Promoting non-violent forms of action, an increasingly urgent need in the present world context, involves reconsidering in-depth all the features and modes of our behavior and actions in the public arena.
It’s overwhelming to think about what we need to do to make this a better world for all. How can we do it? How can we not? Martin Luther King Jr. cautioned that we are confronted with the choice of "nonviolence or nonexistence." Faced with these choices, we need to re-energize the process of exploring and experimenting with nonviolence.
The War Resisters’ International’s Statement of Principles explains what nonviolence means to us. "The WRI embraces nonviolence. For some, nonviolence is a way of life. For all of us, it is a form of action that affirms life, speaks out against oppression, and acknowledges the value of each person.
"Nonviolence can combine active resistance, including civil disobedience, with dialogue; it can combine non-cooperation - withdrawal of support form a system of oppression - with constructive work to build alternatives. As a way of engaging in conflict, sometimes nonviolence attempts to bring reconciliation with it: strengthening the social fabric, empowering those at the bottom of society, and including people from different sides in seeking a solution. Even when such aims cannot immediately be achieved, our nonviolence holds us firm to our determination not to destroy people."
Barbara Deming, feminist nonviolent activist and author stated that "Nonviolence is an exploration, one that has just begun." To fully explore the potential for social transformation that nonviolence holds, we need to consider all the components of nonviolent campaigns.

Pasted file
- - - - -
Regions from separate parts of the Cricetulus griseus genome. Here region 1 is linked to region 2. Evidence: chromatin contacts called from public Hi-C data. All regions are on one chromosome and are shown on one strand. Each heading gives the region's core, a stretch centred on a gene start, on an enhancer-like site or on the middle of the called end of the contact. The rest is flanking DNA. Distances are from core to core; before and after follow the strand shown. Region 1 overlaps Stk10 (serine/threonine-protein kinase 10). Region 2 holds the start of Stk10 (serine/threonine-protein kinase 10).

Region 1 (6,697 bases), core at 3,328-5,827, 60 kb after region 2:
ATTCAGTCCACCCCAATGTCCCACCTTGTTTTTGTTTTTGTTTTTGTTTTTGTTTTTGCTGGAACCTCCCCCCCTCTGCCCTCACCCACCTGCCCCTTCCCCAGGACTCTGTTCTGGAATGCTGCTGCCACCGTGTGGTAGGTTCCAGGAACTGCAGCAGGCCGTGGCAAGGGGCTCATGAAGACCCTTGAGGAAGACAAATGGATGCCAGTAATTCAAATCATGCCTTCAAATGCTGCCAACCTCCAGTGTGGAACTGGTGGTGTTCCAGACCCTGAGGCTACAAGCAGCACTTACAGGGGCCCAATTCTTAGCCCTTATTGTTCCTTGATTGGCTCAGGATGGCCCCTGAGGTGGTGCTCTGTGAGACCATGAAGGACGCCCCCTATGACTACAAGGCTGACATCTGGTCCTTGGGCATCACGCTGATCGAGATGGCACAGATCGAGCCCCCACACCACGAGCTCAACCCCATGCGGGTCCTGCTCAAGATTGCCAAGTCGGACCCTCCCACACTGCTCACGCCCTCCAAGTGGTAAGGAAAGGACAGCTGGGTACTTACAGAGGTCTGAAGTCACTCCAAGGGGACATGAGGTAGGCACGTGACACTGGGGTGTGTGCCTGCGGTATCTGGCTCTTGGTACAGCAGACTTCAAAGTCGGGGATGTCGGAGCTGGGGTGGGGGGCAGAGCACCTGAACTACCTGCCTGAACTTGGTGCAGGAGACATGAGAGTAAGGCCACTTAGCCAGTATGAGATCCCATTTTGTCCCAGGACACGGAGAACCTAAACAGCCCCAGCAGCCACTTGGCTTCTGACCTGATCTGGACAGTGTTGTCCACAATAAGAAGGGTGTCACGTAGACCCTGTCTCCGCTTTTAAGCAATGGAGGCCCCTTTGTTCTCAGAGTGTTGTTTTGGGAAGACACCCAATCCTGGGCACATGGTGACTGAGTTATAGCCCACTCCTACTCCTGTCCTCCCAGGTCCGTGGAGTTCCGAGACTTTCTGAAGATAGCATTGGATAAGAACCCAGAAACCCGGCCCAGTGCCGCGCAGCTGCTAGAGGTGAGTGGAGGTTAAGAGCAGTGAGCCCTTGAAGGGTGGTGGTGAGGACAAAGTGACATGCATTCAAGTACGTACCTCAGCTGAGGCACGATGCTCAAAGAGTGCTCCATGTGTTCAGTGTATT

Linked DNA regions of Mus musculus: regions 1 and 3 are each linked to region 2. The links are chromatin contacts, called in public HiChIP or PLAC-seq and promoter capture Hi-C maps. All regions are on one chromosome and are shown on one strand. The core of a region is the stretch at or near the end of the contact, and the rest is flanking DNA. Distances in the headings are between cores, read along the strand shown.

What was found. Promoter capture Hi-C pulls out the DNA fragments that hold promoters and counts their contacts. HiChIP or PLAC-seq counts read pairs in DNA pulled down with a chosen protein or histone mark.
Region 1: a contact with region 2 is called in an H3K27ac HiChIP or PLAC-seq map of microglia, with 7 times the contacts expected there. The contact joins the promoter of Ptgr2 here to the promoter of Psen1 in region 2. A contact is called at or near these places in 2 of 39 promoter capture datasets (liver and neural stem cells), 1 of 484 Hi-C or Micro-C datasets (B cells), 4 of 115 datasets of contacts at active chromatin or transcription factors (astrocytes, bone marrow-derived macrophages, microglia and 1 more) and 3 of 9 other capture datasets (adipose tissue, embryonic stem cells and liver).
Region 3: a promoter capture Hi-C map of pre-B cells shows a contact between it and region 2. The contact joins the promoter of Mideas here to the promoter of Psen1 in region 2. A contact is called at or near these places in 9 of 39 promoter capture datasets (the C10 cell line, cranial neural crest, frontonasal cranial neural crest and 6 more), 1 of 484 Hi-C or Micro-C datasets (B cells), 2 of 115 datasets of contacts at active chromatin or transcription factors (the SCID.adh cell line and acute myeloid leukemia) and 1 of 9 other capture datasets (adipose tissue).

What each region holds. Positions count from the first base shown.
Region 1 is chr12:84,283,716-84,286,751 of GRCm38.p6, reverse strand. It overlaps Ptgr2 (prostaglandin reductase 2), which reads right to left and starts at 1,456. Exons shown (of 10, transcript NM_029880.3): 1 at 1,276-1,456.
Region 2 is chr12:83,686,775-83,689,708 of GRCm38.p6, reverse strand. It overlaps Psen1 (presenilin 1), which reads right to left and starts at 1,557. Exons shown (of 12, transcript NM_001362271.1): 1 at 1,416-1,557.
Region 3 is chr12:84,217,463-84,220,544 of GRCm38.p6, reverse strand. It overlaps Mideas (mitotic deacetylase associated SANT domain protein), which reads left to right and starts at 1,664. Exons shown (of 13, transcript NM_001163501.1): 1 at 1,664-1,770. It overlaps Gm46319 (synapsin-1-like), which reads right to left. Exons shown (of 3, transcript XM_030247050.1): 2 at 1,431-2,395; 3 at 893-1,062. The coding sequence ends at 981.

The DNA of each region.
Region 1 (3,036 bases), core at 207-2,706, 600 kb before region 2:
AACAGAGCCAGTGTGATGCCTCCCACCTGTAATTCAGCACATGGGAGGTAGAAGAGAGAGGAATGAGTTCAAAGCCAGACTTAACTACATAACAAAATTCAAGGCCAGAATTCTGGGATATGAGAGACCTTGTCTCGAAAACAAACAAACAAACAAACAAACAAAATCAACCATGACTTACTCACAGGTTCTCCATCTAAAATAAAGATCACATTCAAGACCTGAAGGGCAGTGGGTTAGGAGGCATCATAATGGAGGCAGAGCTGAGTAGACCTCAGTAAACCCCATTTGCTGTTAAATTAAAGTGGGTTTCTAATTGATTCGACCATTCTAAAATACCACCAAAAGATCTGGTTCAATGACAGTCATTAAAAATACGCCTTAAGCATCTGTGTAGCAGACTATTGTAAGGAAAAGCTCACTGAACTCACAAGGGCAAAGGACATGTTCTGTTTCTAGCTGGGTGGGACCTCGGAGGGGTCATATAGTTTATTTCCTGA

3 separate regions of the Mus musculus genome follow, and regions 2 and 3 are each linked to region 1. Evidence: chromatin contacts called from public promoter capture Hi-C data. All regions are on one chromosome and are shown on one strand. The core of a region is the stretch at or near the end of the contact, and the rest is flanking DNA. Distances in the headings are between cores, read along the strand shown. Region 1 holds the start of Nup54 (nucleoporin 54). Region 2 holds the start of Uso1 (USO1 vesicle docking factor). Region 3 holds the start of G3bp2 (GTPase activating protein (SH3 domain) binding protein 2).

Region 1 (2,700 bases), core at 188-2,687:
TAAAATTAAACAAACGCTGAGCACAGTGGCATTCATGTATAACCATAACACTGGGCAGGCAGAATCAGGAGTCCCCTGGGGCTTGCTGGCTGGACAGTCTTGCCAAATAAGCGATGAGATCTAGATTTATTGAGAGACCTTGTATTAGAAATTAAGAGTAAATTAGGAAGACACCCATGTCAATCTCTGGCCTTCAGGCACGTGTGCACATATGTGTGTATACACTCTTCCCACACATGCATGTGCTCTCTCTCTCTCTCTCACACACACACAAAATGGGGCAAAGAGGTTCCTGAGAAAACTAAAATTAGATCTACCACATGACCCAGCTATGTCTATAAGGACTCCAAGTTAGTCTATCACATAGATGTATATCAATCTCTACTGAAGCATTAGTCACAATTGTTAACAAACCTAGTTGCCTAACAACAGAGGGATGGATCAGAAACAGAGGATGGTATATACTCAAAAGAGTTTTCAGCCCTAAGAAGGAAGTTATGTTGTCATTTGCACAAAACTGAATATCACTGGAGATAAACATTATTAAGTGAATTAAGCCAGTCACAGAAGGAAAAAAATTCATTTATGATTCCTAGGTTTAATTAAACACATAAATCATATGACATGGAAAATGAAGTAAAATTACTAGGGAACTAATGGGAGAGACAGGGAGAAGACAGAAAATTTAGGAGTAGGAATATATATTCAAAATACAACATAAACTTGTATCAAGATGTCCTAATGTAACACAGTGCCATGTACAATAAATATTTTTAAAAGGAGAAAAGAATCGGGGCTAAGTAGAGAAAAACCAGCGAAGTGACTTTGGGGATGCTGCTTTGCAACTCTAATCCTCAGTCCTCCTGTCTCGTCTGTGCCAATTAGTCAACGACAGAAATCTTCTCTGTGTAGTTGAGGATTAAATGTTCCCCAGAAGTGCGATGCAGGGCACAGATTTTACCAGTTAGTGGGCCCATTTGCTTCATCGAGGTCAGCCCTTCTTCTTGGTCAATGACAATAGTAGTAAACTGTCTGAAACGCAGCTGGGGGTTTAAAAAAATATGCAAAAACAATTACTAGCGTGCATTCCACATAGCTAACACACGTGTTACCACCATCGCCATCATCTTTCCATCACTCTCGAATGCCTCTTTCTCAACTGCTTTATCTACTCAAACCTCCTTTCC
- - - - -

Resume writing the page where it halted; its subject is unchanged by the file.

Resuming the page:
In her book Conquest of Violence, The Gandhian Philosophy of Conflict, Joan Bondurant said: "Gandhi presented us with a remarkable set of experiments, pregnant with meaning for the future. But we cannot expect that Gandhi has given us all the answers. The challenge still remains.... For large-scale conflict in the second half of the twentieth century takes on dimensions which threaten annihilation. The alternatives for engaging in conflict constructively can surely be devised." The challenge still remains as we end this century.
Gandhi and King developed nonviolent campaigns to accomplish their goals. Creative campaigns hold the key to exploring the potential of nonviolence. A nonviolent campaign is a process through which the most number of people come together with a common vision, setting common goals, creative strategies and employing a diversity of tactics. A nonviolent campaign is not simply a matter of identifying a problem and using a tactic to address it — such as "a leafleting campaign" or a "campaign of civil disobedience". It’s more than a group of projects strung together over a period of time (ie. write a leaflet, organise an educational forum, then a series of demonstrations). The power of a nonviolent campaign comes in the creative combination of these components, the strategic thinking and commitment of the participants.
Common Understanding - Is there a common understanding of the problem or situation that exists? Have we analysed why that reality exists. Does the analysis include the social, economic and political structures? Do we have a common understanding of what it means to have a nonviolent campaign?
(This is work that needs to be done on an ongoing basis, not just when a campaign is being instigated.Who develops the analysis? Is it a participatory process or hierarchical?)
Discipline - What is our mutually agreed upon nonviolent discipline? Is it clearly stated? (In a nonviolent campaign, this might take the form of a list of nonviolence guidelines that people will abide by when working on all components of the campaign.)
Research - What do we know, what do we need to know? In accordance with nonviolent principles, are we searching for the truth, or just trying to "prove our side"?